By Beth Revis
★ ★ ★ ★ ☆
Four Things I Liked About Across the Universe:
1. Vibrant, imaginative future world
2. Future humans: Will time and technological advancement necessarily change us for the better?
Across the Universe is yet another book I’ve been meaning to read for a while but never got around to actually procuring. Thank you public library. One benefit of being home for the summer: easy access to free books. Not that there’s any dearth of books on a college campus; there’s just a significant lack of YA offerings. Unsurprisingly.
In Across the Universe, Revis imagines a not-too-distant present in which we are capable of cryogenically preserving human life and the world 300 years into the future when a spaceship’s cargo hold full of experts who volunteered to settle a new planet deemed habitable by NASA are scheduled to be re-animated. Amy and her family are part of this group. But when Amy is wakened alone and 50 years ahead of schedule, it becomes clear that all has not gone according to plan on the spaceship Godspeed. Together with Elder, rebellious leader-in-training, Amy discovers just how many secrets can be hidden aboard a sealed ship.
Revis’ imagining of a ship 300 years in our future rings surprisingly realistic. I don’t know by what criteria one could judge such things as “realistic” verses “off base” but somehow the world of Across the Universe just felt really…plausible. I had no qualms about buying into her fiction (unlike, for example, the fiction of Maureen Johnson's The Name of the Star); I stepped readily into the world of Godspeed, happy to observe with curiosity and an open mind.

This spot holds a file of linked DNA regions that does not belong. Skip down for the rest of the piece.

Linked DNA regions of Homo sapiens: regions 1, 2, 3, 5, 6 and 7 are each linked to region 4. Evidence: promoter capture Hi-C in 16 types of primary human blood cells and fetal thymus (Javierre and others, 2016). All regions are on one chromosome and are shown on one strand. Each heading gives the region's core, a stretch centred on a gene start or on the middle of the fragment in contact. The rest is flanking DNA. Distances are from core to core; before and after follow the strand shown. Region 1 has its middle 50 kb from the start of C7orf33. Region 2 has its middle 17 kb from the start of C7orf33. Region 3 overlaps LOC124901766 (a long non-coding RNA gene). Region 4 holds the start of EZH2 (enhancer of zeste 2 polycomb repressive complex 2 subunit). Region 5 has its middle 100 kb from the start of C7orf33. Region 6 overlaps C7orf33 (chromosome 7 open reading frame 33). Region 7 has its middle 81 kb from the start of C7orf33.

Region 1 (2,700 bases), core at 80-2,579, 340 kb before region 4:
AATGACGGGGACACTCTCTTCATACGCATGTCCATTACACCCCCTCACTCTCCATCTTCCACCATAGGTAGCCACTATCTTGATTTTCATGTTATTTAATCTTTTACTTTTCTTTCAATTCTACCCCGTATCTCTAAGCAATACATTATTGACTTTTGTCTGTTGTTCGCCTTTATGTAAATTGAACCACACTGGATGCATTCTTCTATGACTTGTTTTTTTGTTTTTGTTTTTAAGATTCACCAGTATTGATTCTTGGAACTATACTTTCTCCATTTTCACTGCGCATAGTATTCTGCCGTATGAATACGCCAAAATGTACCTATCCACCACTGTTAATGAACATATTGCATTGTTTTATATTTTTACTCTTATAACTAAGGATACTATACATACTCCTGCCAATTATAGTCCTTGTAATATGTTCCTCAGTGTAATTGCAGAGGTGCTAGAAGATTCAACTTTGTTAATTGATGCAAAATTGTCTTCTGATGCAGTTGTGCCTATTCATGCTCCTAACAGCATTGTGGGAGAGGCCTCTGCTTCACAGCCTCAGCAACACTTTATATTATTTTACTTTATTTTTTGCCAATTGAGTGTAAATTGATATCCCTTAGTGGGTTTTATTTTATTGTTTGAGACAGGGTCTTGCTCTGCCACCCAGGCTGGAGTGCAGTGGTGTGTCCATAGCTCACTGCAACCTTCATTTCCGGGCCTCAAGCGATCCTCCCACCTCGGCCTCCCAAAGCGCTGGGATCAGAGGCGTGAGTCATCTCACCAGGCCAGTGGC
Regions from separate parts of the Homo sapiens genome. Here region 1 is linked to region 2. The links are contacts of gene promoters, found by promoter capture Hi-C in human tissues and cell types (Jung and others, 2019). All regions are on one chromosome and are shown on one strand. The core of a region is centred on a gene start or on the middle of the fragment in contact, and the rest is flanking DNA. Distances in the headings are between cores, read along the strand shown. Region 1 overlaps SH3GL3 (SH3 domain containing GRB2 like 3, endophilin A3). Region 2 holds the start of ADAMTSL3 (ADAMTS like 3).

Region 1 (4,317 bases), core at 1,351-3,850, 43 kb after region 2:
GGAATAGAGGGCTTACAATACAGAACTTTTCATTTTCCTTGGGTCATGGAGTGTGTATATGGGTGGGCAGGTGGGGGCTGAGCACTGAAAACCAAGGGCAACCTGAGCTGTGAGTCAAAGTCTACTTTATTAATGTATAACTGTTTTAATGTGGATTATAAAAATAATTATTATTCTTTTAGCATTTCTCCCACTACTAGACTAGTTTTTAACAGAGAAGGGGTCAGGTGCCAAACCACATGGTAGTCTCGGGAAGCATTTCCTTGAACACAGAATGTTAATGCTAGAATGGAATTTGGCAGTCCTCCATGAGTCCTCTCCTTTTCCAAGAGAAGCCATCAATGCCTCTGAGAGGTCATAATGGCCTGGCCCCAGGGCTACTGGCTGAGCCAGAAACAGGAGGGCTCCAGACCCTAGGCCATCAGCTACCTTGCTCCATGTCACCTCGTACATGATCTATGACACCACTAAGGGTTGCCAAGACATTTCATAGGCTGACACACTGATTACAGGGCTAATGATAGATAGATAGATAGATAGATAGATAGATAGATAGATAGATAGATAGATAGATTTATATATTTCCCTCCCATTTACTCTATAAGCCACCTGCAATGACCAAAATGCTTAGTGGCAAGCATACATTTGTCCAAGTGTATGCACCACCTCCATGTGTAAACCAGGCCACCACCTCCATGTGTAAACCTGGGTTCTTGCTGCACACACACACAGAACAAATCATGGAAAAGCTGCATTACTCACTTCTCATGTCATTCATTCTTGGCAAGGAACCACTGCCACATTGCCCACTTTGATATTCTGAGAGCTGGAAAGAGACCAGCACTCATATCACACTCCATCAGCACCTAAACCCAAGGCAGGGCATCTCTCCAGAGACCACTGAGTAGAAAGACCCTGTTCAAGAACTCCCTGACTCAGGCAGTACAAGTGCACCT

A miniscule pocket of human life in the vast foreignness of outer space, the world aboard Godspeed is a foreign world unto itself. Revis fills it with customs, accents, advancements, and histories detailed enough to be convincing yet exotic enough to be fascinating. It was easy to see how, given the chain events that had unfurled between the ship’s departure from Earth and Amy’s waking, Godspeed’s society and leadership would have evolved the way it did – making humanity’s classic mistakes adapted by a whole new context and under all-new conditions. It was interesting to look at Earth’s history and beliefs through the eyes of humans who considered themselves far removed (in the most literal way, as well as figurative) and advanced from it. I also enjoyed just the act of imagining Revis’ futuristic world in my mind – how the ship would look and how it would contain imitations of cities and farmland – something she made very easy. The world of Across the Universe was also a colorful one, from Amy’s vibrant red hair (I couldn’t help but picture this Youtuber) to Harley’s paintings to the monoethnic skin tone of Godspeed’s people. Revis’ characters were alluring and interesting, likable even when they were flawed, and above all very, very human.
A strange and beautiful novel. I already have the sequel on hold at the library.
Books Read This Year: 49
Top 100 Progress: 48/100